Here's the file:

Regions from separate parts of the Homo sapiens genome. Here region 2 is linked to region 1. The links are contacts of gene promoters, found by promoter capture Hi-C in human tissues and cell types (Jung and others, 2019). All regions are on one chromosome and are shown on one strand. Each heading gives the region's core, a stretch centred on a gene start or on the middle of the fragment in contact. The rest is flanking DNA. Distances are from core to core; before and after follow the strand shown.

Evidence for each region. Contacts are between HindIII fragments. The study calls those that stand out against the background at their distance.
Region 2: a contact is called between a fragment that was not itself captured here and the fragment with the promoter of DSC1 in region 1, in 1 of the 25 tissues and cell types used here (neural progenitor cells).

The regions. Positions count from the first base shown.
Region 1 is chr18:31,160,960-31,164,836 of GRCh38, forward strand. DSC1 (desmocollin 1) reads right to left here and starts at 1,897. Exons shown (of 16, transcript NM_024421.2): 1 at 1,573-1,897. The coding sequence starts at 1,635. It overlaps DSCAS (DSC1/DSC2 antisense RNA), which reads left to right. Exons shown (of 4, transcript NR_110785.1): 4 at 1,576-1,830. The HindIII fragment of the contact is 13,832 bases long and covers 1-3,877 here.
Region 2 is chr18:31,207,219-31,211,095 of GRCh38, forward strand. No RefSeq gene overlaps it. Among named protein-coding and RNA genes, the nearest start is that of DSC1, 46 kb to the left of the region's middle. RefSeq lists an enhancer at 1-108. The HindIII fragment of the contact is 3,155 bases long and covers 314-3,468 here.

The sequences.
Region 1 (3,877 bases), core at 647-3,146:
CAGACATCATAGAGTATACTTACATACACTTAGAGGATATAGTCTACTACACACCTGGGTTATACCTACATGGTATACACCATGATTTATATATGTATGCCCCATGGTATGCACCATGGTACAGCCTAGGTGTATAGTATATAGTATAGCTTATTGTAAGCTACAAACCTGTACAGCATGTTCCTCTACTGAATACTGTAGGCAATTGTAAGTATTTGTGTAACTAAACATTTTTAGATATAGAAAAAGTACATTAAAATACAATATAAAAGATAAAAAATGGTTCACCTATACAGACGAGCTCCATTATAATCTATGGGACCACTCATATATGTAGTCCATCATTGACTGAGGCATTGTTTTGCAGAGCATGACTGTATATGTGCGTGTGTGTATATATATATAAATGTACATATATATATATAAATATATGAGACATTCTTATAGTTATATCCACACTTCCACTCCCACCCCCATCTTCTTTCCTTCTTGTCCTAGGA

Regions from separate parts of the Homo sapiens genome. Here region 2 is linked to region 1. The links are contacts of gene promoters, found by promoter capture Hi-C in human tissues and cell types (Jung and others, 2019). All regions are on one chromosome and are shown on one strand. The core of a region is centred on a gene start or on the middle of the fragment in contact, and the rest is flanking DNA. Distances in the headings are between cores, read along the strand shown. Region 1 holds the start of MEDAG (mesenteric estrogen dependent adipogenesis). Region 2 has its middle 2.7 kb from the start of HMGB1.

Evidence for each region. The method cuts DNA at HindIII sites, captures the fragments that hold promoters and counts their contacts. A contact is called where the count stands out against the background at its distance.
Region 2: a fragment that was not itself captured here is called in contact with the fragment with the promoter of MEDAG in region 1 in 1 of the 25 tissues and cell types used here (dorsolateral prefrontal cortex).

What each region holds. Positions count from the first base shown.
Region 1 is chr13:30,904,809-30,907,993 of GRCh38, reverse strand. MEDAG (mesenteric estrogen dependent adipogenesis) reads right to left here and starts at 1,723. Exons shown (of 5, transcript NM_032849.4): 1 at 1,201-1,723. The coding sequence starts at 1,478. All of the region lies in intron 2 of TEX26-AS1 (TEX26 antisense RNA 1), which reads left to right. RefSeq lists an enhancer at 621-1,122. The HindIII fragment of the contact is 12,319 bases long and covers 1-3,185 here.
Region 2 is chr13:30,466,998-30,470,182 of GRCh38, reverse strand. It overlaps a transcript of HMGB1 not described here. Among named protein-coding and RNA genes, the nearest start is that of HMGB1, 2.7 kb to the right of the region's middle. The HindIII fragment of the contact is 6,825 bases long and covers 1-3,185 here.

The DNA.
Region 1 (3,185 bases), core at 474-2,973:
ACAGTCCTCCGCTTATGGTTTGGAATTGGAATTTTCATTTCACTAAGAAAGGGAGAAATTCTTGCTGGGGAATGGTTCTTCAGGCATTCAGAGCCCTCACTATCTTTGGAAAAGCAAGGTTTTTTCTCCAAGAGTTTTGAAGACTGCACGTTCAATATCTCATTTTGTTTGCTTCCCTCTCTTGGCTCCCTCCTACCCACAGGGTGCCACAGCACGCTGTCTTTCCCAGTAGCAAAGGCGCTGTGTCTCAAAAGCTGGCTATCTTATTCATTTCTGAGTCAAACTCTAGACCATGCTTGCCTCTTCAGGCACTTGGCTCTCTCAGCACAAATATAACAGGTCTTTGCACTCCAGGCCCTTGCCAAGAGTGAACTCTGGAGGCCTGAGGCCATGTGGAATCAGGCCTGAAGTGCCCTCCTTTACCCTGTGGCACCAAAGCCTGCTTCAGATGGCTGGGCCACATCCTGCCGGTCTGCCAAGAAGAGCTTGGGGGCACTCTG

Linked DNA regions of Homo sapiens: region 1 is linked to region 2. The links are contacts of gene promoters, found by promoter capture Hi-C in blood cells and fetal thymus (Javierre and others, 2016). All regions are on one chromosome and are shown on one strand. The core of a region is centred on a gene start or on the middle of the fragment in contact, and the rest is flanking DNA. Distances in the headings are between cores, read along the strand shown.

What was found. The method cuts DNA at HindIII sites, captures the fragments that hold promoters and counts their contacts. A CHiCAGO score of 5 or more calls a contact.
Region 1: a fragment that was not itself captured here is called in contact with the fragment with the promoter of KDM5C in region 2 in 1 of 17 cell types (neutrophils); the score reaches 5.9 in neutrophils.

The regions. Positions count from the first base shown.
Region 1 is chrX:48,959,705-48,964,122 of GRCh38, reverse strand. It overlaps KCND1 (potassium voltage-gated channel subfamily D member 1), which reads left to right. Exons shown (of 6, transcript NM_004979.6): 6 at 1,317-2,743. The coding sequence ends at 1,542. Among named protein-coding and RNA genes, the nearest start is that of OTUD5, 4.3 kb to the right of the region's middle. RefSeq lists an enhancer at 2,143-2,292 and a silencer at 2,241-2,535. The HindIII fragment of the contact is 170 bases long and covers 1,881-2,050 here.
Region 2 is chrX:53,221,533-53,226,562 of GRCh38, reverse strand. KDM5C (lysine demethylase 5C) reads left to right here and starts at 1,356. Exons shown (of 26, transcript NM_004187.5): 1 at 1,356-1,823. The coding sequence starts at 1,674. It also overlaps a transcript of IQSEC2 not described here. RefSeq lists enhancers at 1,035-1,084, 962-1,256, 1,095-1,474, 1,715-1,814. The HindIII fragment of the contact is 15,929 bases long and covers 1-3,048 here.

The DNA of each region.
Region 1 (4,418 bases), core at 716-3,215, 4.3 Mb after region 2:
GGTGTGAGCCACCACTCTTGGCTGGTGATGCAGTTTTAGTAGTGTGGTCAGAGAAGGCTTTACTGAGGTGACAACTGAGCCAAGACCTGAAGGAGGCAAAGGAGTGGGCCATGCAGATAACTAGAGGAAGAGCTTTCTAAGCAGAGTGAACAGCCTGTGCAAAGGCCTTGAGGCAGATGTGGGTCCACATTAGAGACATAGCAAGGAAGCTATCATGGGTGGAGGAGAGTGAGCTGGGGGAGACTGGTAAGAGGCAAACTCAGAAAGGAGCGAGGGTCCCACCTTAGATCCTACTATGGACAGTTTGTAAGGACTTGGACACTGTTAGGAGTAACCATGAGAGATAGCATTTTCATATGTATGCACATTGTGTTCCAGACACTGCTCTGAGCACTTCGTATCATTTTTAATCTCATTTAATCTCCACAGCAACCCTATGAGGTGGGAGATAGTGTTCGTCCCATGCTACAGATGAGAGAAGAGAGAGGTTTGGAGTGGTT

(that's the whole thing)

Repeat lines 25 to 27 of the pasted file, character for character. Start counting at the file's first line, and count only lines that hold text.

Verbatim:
The DNA of each region.
Region 1 (4,418 bases), core at 716-3,215, 4.3 Mb after region 2:
GGTGTGAGCCACCACTCTTGGCTGGTGATGCAGTTTTAGTAGTGTGGTCAGAGAAGGCTTTACTGAGGTGACAACTGAGCCAAGACCTGAAGGAGGCAAAGGAGTGGGCCATGCAGATAACTAGAGGAAGAGCTTTCTAAGCAGAGTGAACAGCCTGTGCAAAGGCCTTGAGGCAGATGTGGGTCCACATTAGAGACATAGCAAGGAAGCTATCATGGGTGGAGGAGAGTGAGCTGGGGGAGACTGGTAAGAGGCAAACTCAGAAAGGAGCGAGGGTCCCACCTTAGATCCTACTATGGACAGTTTGTAAGGACTTGGACACTGTTAGGAGTAACCATGAGAGATAGCATTTTCATATGTATGCACATTGTGTTCCAGACACTGCTCTGAGCACTTCGTATCATTTTTAATCTCATTTAATCTCCACAGCAACCCTATGAGGTGGGAGATAGTGTTCGTCCCATGCTACAGATGAGAGAAGAGAGAGGTTTGGAGTGGTT